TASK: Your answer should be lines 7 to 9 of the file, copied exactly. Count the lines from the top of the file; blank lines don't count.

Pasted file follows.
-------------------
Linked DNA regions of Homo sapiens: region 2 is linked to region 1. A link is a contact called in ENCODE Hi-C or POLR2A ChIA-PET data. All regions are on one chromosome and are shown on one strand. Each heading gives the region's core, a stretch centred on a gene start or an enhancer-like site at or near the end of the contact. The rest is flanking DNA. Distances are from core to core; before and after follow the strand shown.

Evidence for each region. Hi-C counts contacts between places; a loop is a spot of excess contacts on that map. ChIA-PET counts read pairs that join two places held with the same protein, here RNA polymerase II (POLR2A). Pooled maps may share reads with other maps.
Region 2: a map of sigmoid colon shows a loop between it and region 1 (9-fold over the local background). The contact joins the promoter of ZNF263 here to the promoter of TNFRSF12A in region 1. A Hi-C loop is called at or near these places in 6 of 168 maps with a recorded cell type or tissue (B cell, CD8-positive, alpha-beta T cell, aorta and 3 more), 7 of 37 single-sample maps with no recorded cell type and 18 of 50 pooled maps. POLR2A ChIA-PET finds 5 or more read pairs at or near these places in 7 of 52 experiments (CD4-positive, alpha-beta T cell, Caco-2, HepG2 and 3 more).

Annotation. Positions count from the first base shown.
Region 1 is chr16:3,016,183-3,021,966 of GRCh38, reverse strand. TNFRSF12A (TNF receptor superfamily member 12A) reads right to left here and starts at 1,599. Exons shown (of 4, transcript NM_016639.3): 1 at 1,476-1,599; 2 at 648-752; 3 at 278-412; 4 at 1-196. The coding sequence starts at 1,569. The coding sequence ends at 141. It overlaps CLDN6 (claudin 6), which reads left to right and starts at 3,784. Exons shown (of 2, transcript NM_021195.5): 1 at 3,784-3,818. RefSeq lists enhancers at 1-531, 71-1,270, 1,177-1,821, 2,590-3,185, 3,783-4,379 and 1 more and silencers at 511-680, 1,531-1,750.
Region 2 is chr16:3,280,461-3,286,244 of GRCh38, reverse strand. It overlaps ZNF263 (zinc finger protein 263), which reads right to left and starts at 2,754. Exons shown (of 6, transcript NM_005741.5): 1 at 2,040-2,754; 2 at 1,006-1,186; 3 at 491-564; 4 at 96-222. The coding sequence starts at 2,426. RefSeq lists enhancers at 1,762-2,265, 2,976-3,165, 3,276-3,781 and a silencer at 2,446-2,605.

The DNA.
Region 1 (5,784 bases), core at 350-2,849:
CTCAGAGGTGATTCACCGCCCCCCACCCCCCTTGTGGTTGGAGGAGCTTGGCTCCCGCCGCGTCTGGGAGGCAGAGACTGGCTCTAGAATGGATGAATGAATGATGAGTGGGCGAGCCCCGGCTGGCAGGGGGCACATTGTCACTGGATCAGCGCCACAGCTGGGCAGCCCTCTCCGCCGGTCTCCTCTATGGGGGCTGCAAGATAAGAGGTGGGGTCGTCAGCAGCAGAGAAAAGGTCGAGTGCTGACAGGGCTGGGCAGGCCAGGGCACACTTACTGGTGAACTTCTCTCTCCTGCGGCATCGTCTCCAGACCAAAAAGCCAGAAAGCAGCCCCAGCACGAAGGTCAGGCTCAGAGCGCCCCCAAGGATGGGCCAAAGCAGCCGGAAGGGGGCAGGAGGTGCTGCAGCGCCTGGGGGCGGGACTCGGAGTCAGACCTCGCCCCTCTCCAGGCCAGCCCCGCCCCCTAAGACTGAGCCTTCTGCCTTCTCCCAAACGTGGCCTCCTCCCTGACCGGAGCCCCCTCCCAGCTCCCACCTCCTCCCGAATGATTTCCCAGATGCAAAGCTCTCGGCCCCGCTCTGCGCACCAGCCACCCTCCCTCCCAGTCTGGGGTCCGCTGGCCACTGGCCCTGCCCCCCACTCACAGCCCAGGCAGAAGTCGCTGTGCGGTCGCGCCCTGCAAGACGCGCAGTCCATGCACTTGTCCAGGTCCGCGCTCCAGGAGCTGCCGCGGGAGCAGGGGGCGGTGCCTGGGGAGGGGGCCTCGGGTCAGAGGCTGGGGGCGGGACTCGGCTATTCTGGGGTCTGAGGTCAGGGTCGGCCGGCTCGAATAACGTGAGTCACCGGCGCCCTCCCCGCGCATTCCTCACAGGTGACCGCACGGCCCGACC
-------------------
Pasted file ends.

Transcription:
The DNA.
Region 1 (5,784 bases), core at 350-2,849:
CTCAGAGGTGATTCACCGCCCCCCACCCCCCTTGTGGTTGGAGGAGCTTGGCTCCCGCCGCGTCTGGGAGGCAGAGACTGGCTCTAGAATGGATGAATGAATGATGAGTGGGCGAGCCCCGGCTGGCAGGGGGCACATTGTCACTGGATCAGCGCCACAGCTGGGCAGCCCTCTCCGCCGGTCTCCTCTATGGGGGCTGCAAGATAAGAGGTGGGGTCGTCAGCAGCAGAGAAAAGGTCGAGTGCTGACAGGGCTGGGCAGGCCAGGGCACACTTACTGGTGAACTTCTCTCTCCTGCGGCATCGTCTCCAGACCAAAAAGCCAGAAAGCAGCCCCAGCACGAAGGTCAGGCTCAGAGCGCCCCCAAGGATGGGCCAAAGCAGCCGGAAGGGGGCAGGAGGTGCTGCAGCGCCTGGGGGCGGGACTCGGAGTCAGACCTCGCCCCTCTCCAGGCCAGCCCCGCCCCCTAAGACTGAGCCTTCTGCCTTCTCCCAAACGTGGCCTCCTCCCTGACCGGAGCCCCCTCCCAGCTCCCACCTCCTCCCGAATGATTTCCCAGATGCAAAGCTCTCGGCCCCGCTCTGCGCACCAGCCACCCTCCCTCCCAGTCTGGGGTCCGCTGGCCACTGGCCCTGCCCCCCACTCACAGCCCAGGCAGAAGTCGCTGTGCGGTCGCGCCCTGCAAGACGCGCAGTCCATGCACTTGTCCAGGTCCGCGCTCCAGGAGCTGCCGCGGGAGCAGGGGGCGGTGCCTGGGGAGGGGGCCTCGGGTCAGAGGCTGGGGGCGGGACTCGGCTATTCTGGGGTCTGAGGTCAGGGTCGGCCGGCTCGAATAACGTGAGTCACCGGCGCCCTCCCCGCGCATTCCTCACAGGTGACCGCACGGCCCGACC